Sandy tramples island, leaves Mackerel Cove in ruins
Sandy arrived in town Monday, bringing tropical storm winds that occasionally gusted to hurricane levels. While Jamestown suffered some flooding and widespread power outages, the true cost of the storm was revealed on Tuesday morning. That is when it became clear that the town beach at Mackerel Cove had been decimated.
Recently there has been discussion about how to stem the erosion that had been taking place at Mackerel Cove. Now that discussion will have to turn to ways to restore the beach. At this time it is unclear who will foot the bill for the restoration. According to Town Administrator Bruce Keiser, there will be consultations with the Coastal Resources Management Council, as well as other state and federal agencies.
Keiser said that preparations for the storm began with a meeting of the emergency management team on Friday. The team includes representatives from the police force, the Fire Department and the Department of Public Works.
According to Keiser, police had already planned to staff additional officers for the duration of the storm. Public works had crews in as early as Sunday afternoon, and Keiser added that EMS volunteers did an outstanding job of providing assistance at sites with power outages.
The emergency shelter at Melrose Avenue School was opened Sunday. One family utilized the shelter initially, and a woman with respiratory problems was transported there Monday, where she spent the night.
In the aftermath of the storm, Keiser said that DPW crews have been valuable in clearing the roads of downed trees and assisting National Grid. The town was coordinating with National Grid to get power back on. Power began to be
Hurricane Sandy hit the Jamestown coast Monday. Much of the island was without power as of Wednesday afternoon, and the most costly damage was dealt to the beach at Mackerel Cove.
restored Tuesday afternoon, and by Wednesday most of the island was lights on.
“National Grid has been very responsive,” Keiser said. “There were a lot of lessons learned from tropical storm Irene that led to a much more efficient plan to deploy personnel to the communities and keep the lines of communication open.”
Keiser left no doubt that the biggest problem going forward is Mackerel Cove. “The beach was scoured and all the dunes disappeared. This is going to take some work coordinated with the Coastal Resources Management Council, [the state Department of Environmental Management] and other state and federal agencies, because it’s not going to be an inexpensive fix to restore the dune sand.”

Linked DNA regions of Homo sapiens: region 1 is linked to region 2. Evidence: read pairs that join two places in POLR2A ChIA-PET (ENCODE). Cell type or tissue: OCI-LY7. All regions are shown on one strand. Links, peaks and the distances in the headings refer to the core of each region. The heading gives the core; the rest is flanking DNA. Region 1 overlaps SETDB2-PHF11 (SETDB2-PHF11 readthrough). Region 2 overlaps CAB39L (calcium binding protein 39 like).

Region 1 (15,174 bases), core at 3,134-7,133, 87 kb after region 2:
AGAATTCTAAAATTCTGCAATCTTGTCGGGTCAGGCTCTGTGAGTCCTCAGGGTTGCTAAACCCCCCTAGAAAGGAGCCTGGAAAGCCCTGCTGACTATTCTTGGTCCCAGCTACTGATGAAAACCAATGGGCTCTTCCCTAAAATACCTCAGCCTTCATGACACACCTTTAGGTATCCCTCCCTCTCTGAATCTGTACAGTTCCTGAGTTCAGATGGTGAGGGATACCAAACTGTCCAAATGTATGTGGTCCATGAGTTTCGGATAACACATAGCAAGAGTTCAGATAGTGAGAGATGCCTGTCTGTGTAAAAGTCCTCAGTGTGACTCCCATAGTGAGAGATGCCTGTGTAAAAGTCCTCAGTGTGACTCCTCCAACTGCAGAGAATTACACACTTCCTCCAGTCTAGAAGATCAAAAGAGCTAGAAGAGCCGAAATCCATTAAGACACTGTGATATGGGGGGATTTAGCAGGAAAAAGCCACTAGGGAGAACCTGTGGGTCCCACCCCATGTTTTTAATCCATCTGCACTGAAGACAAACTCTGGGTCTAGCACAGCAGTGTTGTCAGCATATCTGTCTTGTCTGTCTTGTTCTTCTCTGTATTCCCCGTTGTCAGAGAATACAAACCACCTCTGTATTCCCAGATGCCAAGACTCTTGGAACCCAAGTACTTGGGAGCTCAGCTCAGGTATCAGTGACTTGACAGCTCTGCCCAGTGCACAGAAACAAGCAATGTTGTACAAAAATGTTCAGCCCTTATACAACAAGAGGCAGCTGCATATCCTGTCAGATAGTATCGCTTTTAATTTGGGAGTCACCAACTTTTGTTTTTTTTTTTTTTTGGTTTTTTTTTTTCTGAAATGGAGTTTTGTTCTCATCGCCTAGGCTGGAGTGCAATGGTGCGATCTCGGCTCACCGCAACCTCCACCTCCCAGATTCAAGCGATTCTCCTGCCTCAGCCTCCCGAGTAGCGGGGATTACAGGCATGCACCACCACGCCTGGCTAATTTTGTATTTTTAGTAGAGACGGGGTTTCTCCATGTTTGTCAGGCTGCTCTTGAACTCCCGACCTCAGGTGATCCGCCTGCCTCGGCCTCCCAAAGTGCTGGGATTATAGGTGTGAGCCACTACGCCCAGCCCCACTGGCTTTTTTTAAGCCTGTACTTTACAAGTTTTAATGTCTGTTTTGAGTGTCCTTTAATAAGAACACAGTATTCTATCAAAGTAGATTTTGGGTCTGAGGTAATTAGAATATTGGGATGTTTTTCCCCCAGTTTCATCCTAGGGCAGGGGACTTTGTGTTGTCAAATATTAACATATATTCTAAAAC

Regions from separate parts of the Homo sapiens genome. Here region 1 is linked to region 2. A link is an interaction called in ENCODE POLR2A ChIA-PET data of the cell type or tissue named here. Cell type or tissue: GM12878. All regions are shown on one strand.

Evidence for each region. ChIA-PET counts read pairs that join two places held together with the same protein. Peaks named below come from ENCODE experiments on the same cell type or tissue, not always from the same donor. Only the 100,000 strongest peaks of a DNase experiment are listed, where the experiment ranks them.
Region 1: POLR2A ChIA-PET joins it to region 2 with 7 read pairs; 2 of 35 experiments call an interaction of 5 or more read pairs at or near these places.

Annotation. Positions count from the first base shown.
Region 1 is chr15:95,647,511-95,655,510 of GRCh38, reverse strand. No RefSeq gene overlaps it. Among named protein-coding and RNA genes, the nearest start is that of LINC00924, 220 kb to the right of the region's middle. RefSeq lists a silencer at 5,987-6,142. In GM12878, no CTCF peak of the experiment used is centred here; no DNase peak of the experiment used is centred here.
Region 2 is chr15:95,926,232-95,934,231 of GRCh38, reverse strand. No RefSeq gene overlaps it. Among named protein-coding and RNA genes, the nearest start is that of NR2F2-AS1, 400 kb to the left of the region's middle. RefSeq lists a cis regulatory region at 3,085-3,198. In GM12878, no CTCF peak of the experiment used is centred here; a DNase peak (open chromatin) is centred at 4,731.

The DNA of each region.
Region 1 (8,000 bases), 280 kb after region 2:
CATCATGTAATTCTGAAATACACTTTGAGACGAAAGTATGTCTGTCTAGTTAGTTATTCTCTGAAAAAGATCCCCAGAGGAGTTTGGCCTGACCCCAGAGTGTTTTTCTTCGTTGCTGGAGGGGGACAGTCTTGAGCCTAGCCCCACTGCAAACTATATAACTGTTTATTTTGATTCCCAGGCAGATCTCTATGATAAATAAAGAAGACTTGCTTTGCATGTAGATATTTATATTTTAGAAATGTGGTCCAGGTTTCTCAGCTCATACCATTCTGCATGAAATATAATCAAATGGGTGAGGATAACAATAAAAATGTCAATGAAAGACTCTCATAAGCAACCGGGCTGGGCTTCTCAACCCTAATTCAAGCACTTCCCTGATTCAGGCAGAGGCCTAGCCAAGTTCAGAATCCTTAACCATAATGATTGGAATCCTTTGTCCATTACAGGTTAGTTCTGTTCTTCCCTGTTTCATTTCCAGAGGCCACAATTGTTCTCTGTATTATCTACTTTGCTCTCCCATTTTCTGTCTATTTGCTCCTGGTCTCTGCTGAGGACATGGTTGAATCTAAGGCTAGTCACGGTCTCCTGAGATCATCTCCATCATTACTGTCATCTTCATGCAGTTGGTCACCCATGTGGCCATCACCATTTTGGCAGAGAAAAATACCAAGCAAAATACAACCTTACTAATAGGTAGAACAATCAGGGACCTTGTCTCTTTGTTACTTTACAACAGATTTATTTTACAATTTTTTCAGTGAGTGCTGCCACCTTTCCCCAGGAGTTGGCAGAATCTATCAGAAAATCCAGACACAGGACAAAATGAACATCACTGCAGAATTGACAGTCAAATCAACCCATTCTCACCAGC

Keiser said he does not yet know who will be responsible for the cost of the work. The town will seek federal assistance. However, if it is not available, the result might be serious unplanned budget consequences for the town.
“The plan and the strategy for restoring the beach is an important one that is going to have coastal environmental impacts,” Keiser said. “It’s not a matter of just bringing in lots of sand. It’s got to be done in a way that hopefully we can harden the target for future storms, and in the process address what had been a long standing parking organization problem.”
Locally, Keiser said that the Conservation Commission will have a strong role in advising the council about what its recommended approaches will be.
Police Chief Ed Mello said that his department was notified on Oct. 25 that the storm was headed this way, but prior to that, scheduling and equipment testing was already underway in the event of the storm’s pending arrival. Police coordinated with public works, the fire department and the finance department to make sure that all was in readiness.
On Sunday afternoon the police department used the Everbridge system to make phone calls to approximately 4,000 residents to inform them of the coming storm. At that time residents of low-lying areas were encouraged to evacuate. Approximately 120 at-risk residents were also called. They are people with medical and mobility issues. The calls were followed up with visits when the residents could not be reached.
“We were seeing predictions of more than 10 feet of storm surge,” Mello said.
Mello said that storm surge was first seen with the first high tide Monday morning. There was minor flooding as a result, but the real impact of the storm came in the afternoon and continued for several hours.
The second high tide, at around 8:20 p.m., created flooding that resulted in impasses at Mackerel Cove, the Dumplings area, Conanicus Avenue, East Shore Road and North Road. There were also 25 to 30 trees down on the island, further blocking the road. Approximately 20 power lines were down, which made moving around the island difficult for residents as well as emergency workers.
When the storm began to subside at about 9 p.m., DPW remained on the scene, clearing roads. By late Tuesday evening, everything was passable with the exception of Mackerel Cove. Town crews were there Tuesday morning working to remove sand and debris. According to Mello, there was still a lot of work left to be done.
Mello said that there were no injuries or casualties as a result of the storm. However, there was an incident when a Jamestown resident attempted to drive her car from Beavertail to the north end of the island late Monday afternoon. The car was engulfed by water at Mackerel Cove and the driver was forced to escape out the passenger window. The car was then carried by the water to Sheffield Cove, where it was removed Tuesday afternoon.
According to Mello, there is property damage that needs to be assessed, and definite infrastructure damage at East Ferry. There was already pre-existing damage to the seawall. “It was probably exacerbated by the storm,” Mello said.
Mello said that the first priority for National Grid was clearing roads and downed power lines. After that the focus would shift to restoration for the National Grid customers who were without power.